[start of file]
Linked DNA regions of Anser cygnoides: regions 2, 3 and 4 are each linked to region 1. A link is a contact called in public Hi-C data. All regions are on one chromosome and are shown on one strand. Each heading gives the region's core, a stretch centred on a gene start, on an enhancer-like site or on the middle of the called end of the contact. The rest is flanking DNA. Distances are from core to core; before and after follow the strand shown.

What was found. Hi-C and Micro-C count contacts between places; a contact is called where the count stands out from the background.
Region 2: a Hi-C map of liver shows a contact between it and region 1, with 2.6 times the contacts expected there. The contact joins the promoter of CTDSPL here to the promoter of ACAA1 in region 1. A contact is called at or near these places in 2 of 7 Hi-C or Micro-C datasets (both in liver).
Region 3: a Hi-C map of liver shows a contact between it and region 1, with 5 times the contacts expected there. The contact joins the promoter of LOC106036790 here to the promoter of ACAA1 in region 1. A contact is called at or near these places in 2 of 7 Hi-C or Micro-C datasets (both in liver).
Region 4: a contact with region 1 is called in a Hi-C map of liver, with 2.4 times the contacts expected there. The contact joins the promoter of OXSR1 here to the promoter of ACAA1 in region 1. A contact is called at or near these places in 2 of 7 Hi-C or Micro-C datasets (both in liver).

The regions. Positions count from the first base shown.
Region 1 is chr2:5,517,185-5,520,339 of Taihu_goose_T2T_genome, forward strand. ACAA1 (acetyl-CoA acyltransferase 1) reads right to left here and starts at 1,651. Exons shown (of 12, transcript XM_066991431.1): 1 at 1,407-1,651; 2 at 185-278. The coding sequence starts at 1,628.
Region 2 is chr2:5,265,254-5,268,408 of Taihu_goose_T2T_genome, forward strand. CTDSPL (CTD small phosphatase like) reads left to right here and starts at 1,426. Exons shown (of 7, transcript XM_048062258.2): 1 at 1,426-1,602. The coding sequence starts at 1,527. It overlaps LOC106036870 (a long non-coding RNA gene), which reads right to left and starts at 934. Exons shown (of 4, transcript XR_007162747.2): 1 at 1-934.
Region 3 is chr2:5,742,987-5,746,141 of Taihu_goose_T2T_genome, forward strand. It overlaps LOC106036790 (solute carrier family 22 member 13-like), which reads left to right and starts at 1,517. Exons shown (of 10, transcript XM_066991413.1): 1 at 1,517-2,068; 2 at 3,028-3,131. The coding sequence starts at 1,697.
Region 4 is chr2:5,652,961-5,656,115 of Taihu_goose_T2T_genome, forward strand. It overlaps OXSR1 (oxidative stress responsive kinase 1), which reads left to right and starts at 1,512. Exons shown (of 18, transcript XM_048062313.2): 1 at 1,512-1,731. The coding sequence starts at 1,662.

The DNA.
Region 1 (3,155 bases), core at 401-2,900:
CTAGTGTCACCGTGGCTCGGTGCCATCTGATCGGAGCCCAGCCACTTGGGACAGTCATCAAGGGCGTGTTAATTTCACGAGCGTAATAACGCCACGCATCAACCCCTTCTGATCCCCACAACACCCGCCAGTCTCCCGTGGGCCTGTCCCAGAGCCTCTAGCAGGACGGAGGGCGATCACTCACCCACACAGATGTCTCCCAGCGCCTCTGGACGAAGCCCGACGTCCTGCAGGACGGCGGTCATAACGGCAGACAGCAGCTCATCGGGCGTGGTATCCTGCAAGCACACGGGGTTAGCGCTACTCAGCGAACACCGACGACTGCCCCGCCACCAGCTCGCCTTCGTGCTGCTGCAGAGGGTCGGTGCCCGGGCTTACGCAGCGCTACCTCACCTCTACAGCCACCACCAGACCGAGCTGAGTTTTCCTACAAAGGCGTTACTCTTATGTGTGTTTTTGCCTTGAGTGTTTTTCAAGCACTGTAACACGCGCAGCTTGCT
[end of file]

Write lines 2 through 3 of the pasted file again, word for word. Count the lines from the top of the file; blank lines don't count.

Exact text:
What was found. Hi-C and Micro-C count contacts between places; a contact is called where the count stands out from the background.
Region 2: a Hi-C map of liver shows a contact between it and region 1, with 2.6 times the contacts expected there. The contact joins the promoter of CTDSPL here to the promoter of ACAA1 in region 1. A contact is called at or near these places in 2 of 7 Hi-C or Micro-C datasets (both in liver).